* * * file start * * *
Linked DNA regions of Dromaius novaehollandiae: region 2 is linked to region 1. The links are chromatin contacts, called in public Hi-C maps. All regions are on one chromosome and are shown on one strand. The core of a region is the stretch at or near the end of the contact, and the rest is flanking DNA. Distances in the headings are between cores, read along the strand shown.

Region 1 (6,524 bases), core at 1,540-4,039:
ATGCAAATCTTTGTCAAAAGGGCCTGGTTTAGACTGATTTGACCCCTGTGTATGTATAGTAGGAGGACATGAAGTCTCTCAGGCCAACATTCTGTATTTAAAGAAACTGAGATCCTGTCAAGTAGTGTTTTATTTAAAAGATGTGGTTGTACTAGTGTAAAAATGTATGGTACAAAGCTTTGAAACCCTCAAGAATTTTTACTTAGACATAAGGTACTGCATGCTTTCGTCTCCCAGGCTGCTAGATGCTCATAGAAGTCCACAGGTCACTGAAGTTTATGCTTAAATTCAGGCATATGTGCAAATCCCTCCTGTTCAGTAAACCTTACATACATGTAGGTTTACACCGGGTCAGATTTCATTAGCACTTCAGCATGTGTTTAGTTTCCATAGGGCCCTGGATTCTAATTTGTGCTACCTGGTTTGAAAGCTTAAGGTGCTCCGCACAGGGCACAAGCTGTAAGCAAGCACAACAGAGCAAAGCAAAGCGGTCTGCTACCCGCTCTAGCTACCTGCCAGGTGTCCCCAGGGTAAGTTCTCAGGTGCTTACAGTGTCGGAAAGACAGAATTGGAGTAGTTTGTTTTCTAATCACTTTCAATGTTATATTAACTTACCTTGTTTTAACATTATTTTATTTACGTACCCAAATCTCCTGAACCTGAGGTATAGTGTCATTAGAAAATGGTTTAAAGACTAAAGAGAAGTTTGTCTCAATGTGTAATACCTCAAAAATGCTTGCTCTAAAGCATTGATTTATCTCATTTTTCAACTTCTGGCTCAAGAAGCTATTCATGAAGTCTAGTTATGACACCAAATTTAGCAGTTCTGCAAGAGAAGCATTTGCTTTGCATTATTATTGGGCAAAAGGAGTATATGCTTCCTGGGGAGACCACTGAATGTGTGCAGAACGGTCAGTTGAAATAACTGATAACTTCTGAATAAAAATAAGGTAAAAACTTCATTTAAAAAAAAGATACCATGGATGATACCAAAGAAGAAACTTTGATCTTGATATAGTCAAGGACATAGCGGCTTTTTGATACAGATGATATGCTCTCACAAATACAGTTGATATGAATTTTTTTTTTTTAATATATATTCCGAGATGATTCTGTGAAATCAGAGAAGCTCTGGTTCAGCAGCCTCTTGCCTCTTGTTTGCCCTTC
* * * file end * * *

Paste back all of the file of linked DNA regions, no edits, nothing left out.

Linked DNA regions of Dromaius novaehollandiae: region 2 is linked to region 1. The links are chromatin contacts, called in public Hi-C maps. All regions are on one chromosome and are shown on one strand. The core of a region is the stretch at or near the end of the contact, and the rest is flanking DNA. Distances in the headings are between cores, read along the strand shown.

Region 1 (6,524 bases), core at 1,540-4,039:
ATGCAAATCTTTGTCAAAAGGGCCTGGTTTAGACTGATTTGACCCCTGTGTATGTATAGTAGGAGGACATGAAGTCTCTCAGGCCAACATTCTGTATTTAAAGAAACTGAGATCCTGTCAAGTAGTGTTTTATTTAAAAGATGTGGTTGTACTAGTGTAAAAATGTATGGTACAAAGCTTTGAAACCCTCAAGAATTTTTACTTAGACATAAGGTACTGCATGCTTTCGTCTCCCAGGCTGCTAGATGCTCATAGAAGTCCACAGGTCACTGAAGTTTATGCTTAAATTCAGGCATATGTGCAAATCCCTCCTGTTCAGTAAACCTTACATACATGTAGGTTTACACCGGGTCAGATTTCATTAGCACTTCAGCATGTGTTTAGTTTCCATAGGGCCCTGGATTCTAATTTGTGCTACCTGGTTTGAAAGCTTAAGGTGCTCCGCACAGGGCACAAGCTGTAAGCAAGCACAACAGAGCAAAGCAAAGCGGTCTGCTACCCGCTCTAGCTACCTGCCAGGTGTCCCCAGGGTAAGTTCTCAGGTGCTTACAGTGTCGGAAAGACAGAATTGGAGTAGTTTGTTTTCTAATCACTTTCAATGTTATATTAACTTACCTTGTTTTAACATTATTTTATTTACGTACCCAAATCTCCTGAACCTGAGGTATAGTGTCATTAGAAAATGGTTTAAAGACTAAAGAGAAGTTTGTCTCAATGTGTAATACCTCAAAAATGCTTGCTCTAAAGCATTGATTTATCTCATTTTTCAACTTCTGGCTCAAGAAGCTATTCATGAAGTCTAGTTATGACACCAAATTTAGCAGTTCTGCAAGAGAAGCATTTGCTTTGCATTATTATTGGGCAAAAGGAGTATATGCTTCCTGGGGAGACCACTGAATGTGTGCAGAACGGTCAGTTGAAATAACTGATAACTTCTGAATAAAAATAAGGTAAAAACTTCATTTAAAAAAAAGATACCATGGATGATACCAAAGAAGAAACTTTGATCTTGATATAGTCAAGGACATAGCGGCTTTTTGATACAGATGATATGCTCTCACAAATACAGTTGATATGAATTTTTTTTTTTTAATATATATTCCGAGATGATTCTGTGAAATCAGAGAAGCTCTGGTTCAGCAGCCTCTTGCCTCTTGTTTGCCCTTC